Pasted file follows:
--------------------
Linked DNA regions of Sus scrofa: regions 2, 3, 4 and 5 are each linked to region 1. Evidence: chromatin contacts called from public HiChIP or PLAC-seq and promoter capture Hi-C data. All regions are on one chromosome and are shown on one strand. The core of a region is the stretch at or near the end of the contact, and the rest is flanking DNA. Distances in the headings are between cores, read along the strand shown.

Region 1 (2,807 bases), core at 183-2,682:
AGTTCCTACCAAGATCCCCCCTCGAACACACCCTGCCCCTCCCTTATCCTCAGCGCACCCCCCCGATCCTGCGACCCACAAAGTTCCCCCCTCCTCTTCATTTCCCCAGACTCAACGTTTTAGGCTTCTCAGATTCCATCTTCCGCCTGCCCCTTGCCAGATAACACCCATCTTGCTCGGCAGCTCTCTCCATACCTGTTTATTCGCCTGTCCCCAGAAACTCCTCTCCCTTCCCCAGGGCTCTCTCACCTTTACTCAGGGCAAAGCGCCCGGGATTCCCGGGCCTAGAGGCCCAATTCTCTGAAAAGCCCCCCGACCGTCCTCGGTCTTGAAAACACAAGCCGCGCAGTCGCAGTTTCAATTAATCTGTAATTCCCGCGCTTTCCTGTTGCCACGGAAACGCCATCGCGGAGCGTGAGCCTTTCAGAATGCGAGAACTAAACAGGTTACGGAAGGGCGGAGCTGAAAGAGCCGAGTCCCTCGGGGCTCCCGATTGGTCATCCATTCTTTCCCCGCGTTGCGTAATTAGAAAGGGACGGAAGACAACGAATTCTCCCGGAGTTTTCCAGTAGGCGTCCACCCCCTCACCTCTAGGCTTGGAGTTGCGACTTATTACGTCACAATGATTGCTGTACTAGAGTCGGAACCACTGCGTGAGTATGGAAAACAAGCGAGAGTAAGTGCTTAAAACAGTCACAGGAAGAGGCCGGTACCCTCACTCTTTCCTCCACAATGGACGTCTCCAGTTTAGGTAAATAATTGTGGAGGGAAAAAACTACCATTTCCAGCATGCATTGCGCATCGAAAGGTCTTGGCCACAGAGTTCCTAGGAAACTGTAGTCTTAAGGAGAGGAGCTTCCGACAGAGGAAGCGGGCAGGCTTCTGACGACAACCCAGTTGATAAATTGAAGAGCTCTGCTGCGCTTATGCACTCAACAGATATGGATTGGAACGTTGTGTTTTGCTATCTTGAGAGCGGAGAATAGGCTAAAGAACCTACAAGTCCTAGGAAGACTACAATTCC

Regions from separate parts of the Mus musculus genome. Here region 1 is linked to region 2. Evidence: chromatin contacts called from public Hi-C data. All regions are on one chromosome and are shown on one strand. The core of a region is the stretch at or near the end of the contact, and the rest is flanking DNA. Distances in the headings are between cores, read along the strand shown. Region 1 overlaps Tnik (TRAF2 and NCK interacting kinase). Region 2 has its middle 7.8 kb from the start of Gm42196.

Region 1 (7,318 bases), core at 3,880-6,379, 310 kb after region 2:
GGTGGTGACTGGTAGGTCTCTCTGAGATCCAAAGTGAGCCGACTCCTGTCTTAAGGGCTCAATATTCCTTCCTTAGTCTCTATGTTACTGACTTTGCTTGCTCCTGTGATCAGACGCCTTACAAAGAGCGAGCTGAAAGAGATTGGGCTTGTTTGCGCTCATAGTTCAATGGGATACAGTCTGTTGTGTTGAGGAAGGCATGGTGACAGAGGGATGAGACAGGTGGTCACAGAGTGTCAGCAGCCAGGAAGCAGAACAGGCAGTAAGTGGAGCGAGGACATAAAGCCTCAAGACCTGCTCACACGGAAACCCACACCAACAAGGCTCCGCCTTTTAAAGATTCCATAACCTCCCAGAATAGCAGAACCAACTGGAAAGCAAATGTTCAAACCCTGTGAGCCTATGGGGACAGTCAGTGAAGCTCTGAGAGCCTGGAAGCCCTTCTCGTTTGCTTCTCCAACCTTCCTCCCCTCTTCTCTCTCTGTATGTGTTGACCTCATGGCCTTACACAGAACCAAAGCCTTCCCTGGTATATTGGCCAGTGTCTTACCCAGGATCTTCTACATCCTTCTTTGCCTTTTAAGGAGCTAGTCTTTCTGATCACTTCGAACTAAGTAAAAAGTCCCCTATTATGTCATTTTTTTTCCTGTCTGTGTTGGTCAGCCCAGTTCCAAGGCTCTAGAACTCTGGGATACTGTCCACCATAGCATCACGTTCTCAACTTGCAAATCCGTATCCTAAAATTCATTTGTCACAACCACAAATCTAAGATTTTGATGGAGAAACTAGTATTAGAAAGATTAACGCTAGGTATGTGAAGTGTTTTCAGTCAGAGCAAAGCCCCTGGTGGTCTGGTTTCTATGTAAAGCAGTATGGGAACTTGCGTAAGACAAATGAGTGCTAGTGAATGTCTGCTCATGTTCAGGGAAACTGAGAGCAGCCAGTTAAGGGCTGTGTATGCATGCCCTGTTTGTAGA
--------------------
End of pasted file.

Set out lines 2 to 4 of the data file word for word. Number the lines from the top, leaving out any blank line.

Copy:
Region 1 (2,807 bases), core at 183-2,682:
AGTTCCTACCAAGATCCCCCCTCGAACACACCCTGCCCCTCCCTTATCCTCAGCGCACCCCCCCGATCCTGCGACCCACAAAGTTCCCCCCTCCTCTTCATTTCCCCAGACTCAACGTTTTAGGCTTCTCAGATTCCATCTTCCGCCTGCCCCTTGCCAGATAACACCCATCTTGCTCGGCAGCTCTCTCCATACCTGTTTATTCGCCTGTCCCCAGAAACTCCTCTCCCTTCCCCAGGGCTCTCTCACCTTTACTCAGGGCAAAGCGCCCGGGATTCCCGGGCCTAGAGGCCCAATTCTCTGAAAAGCCCCCCGACCGTCCTCGGTCTTGAAAACACAAGCCGCGCAGTCGCAGTTTCAATTAATCTGTAATTCCCGCGCTTTCCTGTTGCCACGGAAACGCCATCGCGGAGCGTGAGCCTTTCAGAATGCGAGAACTAAACAGGTTACGGAAGGGCGGAGCTGAAAGAGCCGAGTCCCTCGGGGCTCCCGATTGGTCATCCATTCTTTCCCCGCGTTGCGTAATTAGAAAGGGACGGAAGACAACGAATTCTCCCGGAGTTTTCCAGTAGGCGTCCACCCCCTCACCTCTAGGCTTGGAGTTGCGACTTATTACGTCACAATGATTGCTGTACTAGAGTCGGAACCACTGCGTGAGTATGGAAAACAAGCGAGAGTAAGTGCTTAAAACAGTCACAGGAAGAGGCCGGTACCCTCACTCTTTCCTCCACAATGGACGTCTCCAGTTTAGGTAAATAATTGTGGAGGGAAAAAACTACCATTTCCAGCATGCATTGCGCATCGAAAGGTCTTGGCCACAGAGTTCCTAGGAAACTGTAGTCTTAAGGAGAGGAGCTTCCGACAGAGGAAGCGGGCAGGCTTCTGACGACAACCCAGTTGATAAATTGAAGAGCTCTGCTGCGCTTATGCACTCAACAGATATGGATTGGAACGTTGTGTTTTGCTATCTTGAGAGCGGAGAATAGGCTAAAGAACCTACAAGTCCTAGGAAGACTACAATTCC

Regions from separate parts of the Mus musculus genome. Here region 1 is linked to region 2. Evidence: chromatin contacts called from public Hi-C data. All regions are on one chromosome and are shown on one strand. The core of a region is the stretch at or near the end of the contact, and the rest is flanking DNA. Distances in the headings are between cores, read along the strand shown. Region 1 overlaps Tnik (TRAF2 and NCK interacting kinase). Region 2 has its middle 7.8 kb from the start of Gm42196.